Rav Yisroel Reisman Begins New Season of Motzoei Shabbos Navi Shiurim


rav-yisroel-reisman2Rav Yisroel Reisman, Rav of the Agudath Israel of Madison in Flatbush and Rosh Yeshiva at Mesivta Torah Vodaath began a new season this past Motzoi Shabbos (Parshas Bereishis) of his popular Navi shiurim at Ahi Ezer Congregation, on the corner of Ocean Parkway and Avenue S that run from after Sukkos until Shavuos. Hundreds of men and women came from all parts of Brooklyn to attend the Navi shiur which was also simultaneously broadcast to more than a dozen locations throughout the North American continent.

Rabbi Reisman began his shiur by discussing the prophecy of Jeremiah in the beginning of the 49th chapter of Sefer Yirmiyahu where the Navi predicts the downfall of the nation of Ammon.

A Criticism of the Nation of Ammon

He quoted the opening pasukim of the chapter where the prophet says “Thus said Hashem: Does Israel have no children? Does he have no heir? Why, then has Ammon inherited Gad, his people [the Ammonites] dwelling in its cities. Therefore, behold, days are coming – the word of Hashem – when I will make the alarm of war heard in Rabbah [capital] of the Children of Ammon; it will become a heap of ruins and its surrounding towns will be burned down in fire; then Israel will inherit its inheritors, said Hashem.”

When Sennacherib tried to conquer Eretz Yisroel, among the first of the Ten Lost Tribes of Israel that he captured and sent into exile were the tribes that lived over the Jordan in the lands captured from Sichon and Og before Yehoshua began the conquest of Eretz Canaan after the death of Moshe Rabbeinu. One of those tribes was Gad and after they were exiled by Sennacherib from their lands, the people of Ammon took over the cities inhabited by the tribe of Gad.

The Sin of Not Eagerly Greeting the Jews with Bread and Drinks

Rabbi Reisman explained that we find two complaints against the people of Ammon. First, in the Chumash, the male Ammonites are [along with the male Moabites] criticized for not having come to greet the Jews returning from Mitzrayim, Egypt with food and drinks. For this reason, the Torah forbade male Ammonites  [and Moabites] from joining the Klal Yisroel.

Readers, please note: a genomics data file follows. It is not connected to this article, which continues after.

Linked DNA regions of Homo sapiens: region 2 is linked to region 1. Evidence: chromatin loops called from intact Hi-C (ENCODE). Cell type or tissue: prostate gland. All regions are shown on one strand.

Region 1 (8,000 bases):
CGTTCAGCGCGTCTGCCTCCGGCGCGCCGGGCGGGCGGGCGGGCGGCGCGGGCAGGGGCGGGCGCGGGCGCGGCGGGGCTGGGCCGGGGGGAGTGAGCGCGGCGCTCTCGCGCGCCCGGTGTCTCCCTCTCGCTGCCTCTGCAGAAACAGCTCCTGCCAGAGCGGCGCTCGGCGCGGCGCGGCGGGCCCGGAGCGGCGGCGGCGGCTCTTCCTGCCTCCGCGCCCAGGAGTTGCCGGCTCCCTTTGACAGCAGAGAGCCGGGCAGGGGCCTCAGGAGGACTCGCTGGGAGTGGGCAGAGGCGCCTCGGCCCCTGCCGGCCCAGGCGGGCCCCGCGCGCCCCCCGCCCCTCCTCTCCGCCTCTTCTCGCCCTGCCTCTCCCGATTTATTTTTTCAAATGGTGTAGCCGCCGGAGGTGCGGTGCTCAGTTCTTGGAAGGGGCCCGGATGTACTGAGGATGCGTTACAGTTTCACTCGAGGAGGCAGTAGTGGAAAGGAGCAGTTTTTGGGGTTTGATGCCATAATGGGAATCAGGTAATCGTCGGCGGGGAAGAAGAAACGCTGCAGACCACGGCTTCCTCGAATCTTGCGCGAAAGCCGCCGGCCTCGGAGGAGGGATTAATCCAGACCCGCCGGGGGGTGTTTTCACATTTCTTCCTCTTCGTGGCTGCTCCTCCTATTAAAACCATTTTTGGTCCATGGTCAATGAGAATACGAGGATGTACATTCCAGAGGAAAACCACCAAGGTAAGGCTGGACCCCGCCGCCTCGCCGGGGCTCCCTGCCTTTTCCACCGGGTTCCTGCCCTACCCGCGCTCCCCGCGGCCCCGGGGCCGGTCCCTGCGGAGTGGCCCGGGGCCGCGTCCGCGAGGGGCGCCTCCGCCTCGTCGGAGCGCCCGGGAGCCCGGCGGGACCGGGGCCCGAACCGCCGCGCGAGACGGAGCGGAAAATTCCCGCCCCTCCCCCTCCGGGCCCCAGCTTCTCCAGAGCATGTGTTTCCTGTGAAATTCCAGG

But, is this, Rabbi Reisman asked, a legitimate complaint? Have we ever heard of any nation that went out of their way to assist any other nation in a similar manner by bringing them provisions? So, why is Ammon [and also Moab] specifically criticized in the Chumash?

Forgetting What Our Forefather Did for Their Ancestor

Rav Bachiya replies that Ammon was criticized by the Navi because they [and also Moab] of all the nations of the world should have felt a special sense of hakoras hatov, gratitude to the Klal Yisroel because of their knowledge of how their ancestor – Lot – was greatly helped by the ancestor [Avraham] of Klal Yisroel. Avraham Avinu literally risked his life against seemingly impossible odds to save his nephew Lot who was captured by the four powerful and ruthless kings who conquered Lot’s community of Sodom. Even before that, Avraham took care of Lot after his nephew’s father died in Ur Kasdim.

The failure of Ammon to reciprocate the chesed of Avroham Avinu by going out to greet the Klal Yisroel with bread and water was therefore a particularly serious transgression of the obligation of any individual to entertain a sense of hakoras hatov to those who have done one a great favor.